Glen Hodgson, a Director with Hill + Knowlton Strategies based in Brussels and Stockholm, writes about new legislation which will affect the market for biofuels in Europe and therefore create opportunities as well as threats for operators, producers and users.
What is the issue?
The European Commission proposed in October 2012 new legislation on the indirect land use change (ILUC) effect of biofuels intended to minimise the climate impact of their production. In this context, the proposed rules may lead to new classifications and subsidy streams for sources of biofuels. If adopted in its current form by the European Parliament and the EU Council, this will limit the amount of food crop-based biofuels and bioliquids that can be counted towards the EU’s 10% target for renewable energy in the transport sector by 2020 to a 5% level. This is clearly of concern for the whole industry.
The European Commission also proposes double- and quadruple-counting the contribution of some low-ILUC biofuels towards the EU’s 20% emissions reduction target for 2020, one of the aspects of the proposal which had proved controversial within the Commission prior to its publication. In general, land-using second-generation biofuels are intended to be double-counted, while non-land-using second-generation biofuels are to be quadruple-counted due to their low-ILUC factor.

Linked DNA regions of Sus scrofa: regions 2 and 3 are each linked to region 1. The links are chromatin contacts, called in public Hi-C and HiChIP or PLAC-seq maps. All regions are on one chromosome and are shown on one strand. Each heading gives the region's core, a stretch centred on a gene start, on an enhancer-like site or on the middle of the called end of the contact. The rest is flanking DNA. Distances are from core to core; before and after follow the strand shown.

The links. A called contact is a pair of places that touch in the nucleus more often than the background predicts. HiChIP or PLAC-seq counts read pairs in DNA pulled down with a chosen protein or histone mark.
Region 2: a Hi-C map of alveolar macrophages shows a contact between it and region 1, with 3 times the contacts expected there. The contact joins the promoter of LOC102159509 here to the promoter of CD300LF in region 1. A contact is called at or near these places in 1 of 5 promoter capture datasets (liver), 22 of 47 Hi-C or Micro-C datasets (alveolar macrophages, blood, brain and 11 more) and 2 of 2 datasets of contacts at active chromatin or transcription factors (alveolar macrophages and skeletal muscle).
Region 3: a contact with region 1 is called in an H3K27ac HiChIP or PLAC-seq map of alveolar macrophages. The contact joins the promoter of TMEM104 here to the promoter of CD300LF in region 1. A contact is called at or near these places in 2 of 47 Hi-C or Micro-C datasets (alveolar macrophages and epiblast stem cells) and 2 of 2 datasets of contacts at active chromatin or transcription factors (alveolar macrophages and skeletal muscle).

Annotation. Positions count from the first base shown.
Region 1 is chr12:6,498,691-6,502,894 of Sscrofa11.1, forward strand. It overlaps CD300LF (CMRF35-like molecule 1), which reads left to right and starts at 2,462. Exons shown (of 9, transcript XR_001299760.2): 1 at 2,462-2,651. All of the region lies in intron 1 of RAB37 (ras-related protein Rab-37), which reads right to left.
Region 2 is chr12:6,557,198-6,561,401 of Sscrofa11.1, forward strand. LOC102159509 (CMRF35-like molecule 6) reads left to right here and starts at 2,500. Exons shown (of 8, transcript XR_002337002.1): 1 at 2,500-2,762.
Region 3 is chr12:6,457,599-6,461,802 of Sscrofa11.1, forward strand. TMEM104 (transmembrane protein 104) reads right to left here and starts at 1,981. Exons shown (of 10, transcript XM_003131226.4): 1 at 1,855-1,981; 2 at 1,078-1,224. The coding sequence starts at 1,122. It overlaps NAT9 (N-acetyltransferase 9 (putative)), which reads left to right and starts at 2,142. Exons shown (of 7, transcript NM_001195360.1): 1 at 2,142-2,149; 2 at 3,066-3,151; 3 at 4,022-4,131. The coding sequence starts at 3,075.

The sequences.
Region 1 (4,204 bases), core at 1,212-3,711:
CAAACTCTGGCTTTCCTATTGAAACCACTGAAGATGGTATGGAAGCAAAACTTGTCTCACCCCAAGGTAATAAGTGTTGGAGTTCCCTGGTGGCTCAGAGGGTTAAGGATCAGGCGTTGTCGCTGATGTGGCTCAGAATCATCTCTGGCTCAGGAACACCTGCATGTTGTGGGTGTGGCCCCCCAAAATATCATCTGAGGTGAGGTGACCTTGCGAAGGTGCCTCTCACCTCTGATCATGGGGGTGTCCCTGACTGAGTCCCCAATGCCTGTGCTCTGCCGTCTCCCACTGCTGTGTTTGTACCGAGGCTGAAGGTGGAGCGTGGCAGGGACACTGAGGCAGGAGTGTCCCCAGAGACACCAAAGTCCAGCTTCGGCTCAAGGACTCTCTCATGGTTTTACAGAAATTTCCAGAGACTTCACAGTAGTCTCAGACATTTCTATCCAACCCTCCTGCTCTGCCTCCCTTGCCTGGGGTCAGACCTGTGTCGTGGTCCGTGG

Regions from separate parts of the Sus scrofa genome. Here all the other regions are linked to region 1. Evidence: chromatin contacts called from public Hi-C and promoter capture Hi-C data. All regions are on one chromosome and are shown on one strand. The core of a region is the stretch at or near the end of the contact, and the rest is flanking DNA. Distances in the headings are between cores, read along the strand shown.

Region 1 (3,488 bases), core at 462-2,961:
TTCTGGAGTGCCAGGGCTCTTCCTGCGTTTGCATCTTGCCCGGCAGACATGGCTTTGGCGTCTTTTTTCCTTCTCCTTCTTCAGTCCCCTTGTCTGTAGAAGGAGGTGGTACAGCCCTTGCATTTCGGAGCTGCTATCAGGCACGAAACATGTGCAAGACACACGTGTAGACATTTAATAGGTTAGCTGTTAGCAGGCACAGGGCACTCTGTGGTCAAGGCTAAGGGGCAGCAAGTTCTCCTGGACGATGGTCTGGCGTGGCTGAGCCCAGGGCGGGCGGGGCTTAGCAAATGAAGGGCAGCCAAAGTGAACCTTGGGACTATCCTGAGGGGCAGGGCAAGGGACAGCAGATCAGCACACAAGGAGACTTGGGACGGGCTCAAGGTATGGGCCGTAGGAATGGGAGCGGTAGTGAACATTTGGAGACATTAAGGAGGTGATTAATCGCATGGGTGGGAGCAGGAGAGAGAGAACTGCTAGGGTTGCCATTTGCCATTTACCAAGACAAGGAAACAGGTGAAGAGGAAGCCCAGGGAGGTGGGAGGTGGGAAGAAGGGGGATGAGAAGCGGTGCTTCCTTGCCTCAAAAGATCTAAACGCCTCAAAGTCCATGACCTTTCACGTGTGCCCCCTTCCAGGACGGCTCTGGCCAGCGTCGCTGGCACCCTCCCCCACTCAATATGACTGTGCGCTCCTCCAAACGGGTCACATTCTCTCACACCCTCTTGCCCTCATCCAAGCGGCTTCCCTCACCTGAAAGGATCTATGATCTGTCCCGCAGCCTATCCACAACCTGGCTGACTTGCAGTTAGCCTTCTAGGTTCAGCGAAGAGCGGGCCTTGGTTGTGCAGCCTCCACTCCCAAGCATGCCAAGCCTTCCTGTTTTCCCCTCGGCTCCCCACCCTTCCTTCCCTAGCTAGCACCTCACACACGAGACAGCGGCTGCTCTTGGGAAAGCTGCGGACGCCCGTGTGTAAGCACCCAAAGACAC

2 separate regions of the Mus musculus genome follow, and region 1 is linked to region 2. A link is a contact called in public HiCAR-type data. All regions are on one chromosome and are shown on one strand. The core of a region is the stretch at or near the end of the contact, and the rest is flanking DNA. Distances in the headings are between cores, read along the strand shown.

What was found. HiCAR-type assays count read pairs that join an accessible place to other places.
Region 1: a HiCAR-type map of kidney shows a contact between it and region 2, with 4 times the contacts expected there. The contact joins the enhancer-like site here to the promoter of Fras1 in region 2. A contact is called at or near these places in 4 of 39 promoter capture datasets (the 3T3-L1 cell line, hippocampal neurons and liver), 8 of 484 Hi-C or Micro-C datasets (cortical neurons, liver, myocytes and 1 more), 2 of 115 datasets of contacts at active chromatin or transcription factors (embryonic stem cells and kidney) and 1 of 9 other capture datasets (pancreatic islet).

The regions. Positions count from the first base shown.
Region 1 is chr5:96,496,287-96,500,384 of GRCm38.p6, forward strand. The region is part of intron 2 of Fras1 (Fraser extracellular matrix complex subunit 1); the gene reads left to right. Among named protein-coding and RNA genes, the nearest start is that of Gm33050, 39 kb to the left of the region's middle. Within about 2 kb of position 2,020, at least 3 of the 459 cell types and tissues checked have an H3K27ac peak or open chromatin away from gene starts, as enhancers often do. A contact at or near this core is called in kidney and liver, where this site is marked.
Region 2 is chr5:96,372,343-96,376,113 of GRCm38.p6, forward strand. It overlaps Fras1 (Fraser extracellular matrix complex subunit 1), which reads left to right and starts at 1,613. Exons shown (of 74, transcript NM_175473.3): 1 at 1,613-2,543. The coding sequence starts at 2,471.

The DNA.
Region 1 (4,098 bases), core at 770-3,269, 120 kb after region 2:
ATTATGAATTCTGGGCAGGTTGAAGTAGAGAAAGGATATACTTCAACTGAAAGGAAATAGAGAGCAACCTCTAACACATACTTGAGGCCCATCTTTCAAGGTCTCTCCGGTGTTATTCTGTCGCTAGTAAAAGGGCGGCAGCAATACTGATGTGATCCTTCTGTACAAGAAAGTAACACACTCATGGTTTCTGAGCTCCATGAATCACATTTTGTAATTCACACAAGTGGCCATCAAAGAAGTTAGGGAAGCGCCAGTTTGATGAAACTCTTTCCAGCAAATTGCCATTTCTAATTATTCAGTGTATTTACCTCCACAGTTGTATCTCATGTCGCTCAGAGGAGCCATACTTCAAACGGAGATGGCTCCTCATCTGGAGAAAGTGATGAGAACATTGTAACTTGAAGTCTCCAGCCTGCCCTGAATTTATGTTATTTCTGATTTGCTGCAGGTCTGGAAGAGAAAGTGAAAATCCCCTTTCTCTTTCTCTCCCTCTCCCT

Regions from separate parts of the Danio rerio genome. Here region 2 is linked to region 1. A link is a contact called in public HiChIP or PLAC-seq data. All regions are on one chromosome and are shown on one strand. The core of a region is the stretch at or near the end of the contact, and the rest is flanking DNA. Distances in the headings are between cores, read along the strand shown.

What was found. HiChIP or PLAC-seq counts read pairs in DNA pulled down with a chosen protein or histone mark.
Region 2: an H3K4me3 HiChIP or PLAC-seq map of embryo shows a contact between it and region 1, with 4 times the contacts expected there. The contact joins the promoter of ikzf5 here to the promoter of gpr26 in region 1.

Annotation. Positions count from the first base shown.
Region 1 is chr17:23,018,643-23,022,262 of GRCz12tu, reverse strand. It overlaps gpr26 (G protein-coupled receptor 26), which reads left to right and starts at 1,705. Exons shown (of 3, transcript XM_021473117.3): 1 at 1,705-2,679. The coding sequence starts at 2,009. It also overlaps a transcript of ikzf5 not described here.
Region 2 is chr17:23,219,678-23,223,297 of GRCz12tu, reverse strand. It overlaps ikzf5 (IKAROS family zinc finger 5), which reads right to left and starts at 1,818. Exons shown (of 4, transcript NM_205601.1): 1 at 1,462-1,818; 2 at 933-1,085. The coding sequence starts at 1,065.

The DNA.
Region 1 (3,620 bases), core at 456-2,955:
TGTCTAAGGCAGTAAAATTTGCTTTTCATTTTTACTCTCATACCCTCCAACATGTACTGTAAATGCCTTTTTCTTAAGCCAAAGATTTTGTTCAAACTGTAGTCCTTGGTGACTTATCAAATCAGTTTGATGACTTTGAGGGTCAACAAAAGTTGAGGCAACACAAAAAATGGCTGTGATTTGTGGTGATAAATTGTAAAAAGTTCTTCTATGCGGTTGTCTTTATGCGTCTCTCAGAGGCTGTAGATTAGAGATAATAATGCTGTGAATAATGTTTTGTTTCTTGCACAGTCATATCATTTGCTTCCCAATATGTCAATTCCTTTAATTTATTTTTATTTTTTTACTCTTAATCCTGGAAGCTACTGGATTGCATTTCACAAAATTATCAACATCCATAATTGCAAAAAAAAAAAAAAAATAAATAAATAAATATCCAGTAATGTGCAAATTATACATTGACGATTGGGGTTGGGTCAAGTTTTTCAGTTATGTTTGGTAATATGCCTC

Timing and next steps
The proposal has been adopted, but work in the European Parliament and Council of Ministers has not yet begun. There is therefore a great deal of scope in shaping opinions at the national and Brussels levels to protect business interests. This also opens the possibility of setting up a biofuels debate platform which would support and complement future lobbying towards the European Parliament and the EU Council around the ILUC legislative proposal. This could establish a dedicated online channel through which to directly engage targeted decision-makers, influencers and media as a transparent means to advance policy objectives and educate on key concerns. Furthermore, such a dynamic platform would also rapidly address misinformation and showcase relevant videos, while supporting targeted offline engagement and outreach activities. Clearly, the time is right and there is a need to re-energize the debate and make it more visible ahead of this year’s first-reading negotiations in the Parliament and Council.